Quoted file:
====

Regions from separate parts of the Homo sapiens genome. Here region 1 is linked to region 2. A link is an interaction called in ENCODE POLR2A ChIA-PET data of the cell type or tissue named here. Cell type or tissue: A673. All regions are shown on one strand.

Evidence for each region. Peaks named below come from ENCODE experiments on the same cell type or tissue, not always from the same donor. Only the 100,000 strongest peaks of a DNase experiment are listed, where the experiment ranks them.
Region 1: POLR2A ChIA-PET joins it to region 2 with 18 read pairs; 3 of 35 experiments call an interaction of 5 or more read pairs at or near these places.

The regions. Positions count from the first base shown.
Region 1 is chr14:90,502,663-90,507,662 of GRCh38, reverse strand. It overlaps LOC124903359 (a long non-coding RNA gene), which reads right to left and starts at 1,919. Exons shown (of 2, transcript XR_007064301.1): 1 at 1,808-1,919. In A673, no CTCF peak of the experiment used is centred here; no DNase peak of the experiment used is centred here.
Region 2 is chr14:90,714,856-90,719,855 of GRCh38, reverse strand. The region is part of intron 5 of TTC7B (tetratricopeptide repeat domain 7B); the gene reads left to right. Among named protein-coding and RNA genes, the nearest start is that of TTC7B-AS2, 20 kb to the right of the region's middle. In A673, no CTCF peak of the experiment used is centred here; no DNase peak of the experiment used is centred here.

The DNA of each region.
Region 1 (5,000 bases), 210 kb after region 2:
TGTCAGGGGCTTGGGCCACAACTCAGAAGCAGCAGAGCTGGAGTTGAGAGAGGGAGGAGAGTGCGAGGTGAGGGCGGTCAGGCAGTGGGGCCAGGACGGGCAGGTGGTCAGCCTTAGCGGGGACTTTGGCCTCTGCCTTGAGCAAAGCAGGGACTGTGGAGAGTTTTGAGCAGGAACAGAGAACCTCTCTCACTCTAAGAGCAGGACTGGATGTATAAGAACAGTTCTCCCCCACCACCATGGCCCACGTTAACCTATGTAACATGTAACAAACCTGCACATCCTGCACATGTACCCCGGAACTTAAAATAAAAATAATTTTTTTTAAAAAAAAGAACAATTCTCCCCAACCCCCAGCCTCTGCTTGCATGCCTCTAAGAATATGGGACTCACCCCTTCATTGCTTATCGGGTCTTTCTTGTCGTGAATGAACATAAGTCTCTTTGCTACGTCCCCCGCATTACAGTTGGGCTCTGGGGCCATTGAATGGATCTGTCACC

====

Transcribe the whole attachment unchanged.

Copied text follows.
Regions from separate parts of the Homo sapiens genome. Here region 1 is linked to region 2. A link is an interaction called in ENCODE POLR2A ChIA-PET data of the cell type or tissue named here. Cell type or tissue: A673. All regions are shown on one strand.

Evidence for each region. Peaks named below come from ENCODE experiments on the same cell type or tissue, not always from the same donor. Only the 100,000 strongest peaks of a DNase experiment are listed, where the experiment ranks them.
Region 1: POLR2A ChIA-PET joins it to region 2 with 18 read pairs; 3 of 35 experiments call an interaction of 5 or more read pairs at or near these places.

The regions. Positions count from the first base shown.
Region 1 is chr14:90,502,663-90,507,662 of GRCh38, reverse strand. It overlaps LOC124903359 (a long non-coding RNA gene), which reads right to left and starts at 1,919. Exons shown (of 2, transcript XR_007064301.1): 1 at 1,808-1,919. In A673, no CTCF peak of the experiment used is centred here; no DNase peak of the experiment used is centred here.
Region 2 is chr14:90,714,856-90,719,855 of GRCh38, reverse strand. The region is part of intron 5 of TTC7B (tetratricopeptide repeat domain 7B); the gene reads left to right. Among named protein-coding and RNA genes, the nearest start is that of TTC7B-AS2, 20 kb to the right of the region's middle. In A673, no CTCF peak of the experiment used is centred here; no DNase peak of the experiment used is centred here.

The DNA of each region.
Region 1 (5,000 bases), 210 kb after region 2:
TGTCAGGGGCTTGGGCCACAACTCAGAAGCAGCAGAGCTGGAGTTGAGAGAGGGAGGAGAGTGCGAGGTGAGGGCGGTCAGGCAGTGGGGCCAGGACGGGCAGGTGGTCAGCCTTAGCGGGGACTTTGGCCTCTGCCTTGAGCAAAGCAGGGACTGTGGAGAGTTTTGAGCAGGAACAGAGAACCTCTCTCACTCTAAGAGCAGGACTGGATGTATAAGAACAGTTCTCCCCCACCACCATGGCCCACGTTAACCTATGTAACATGTAACAAACCTGCACATCCTGCACATGTACCCCGGAACTTAAAATAAAAATAATTTTTTTTAAAAAAAAGAACAATTCTCCCCAACCCCCAGCCTCTGCTTGCATGCCTCTAAGAATATGGGACTCACCCCTTCATTGCTTATCGGGTCTTTCTTGTCGTGAATGAACATAAGTCTCTTTGCTACGTCCCCCGCATTACAGTTGGGCTCTGGGGCCATTGAATGGATCTGTCACC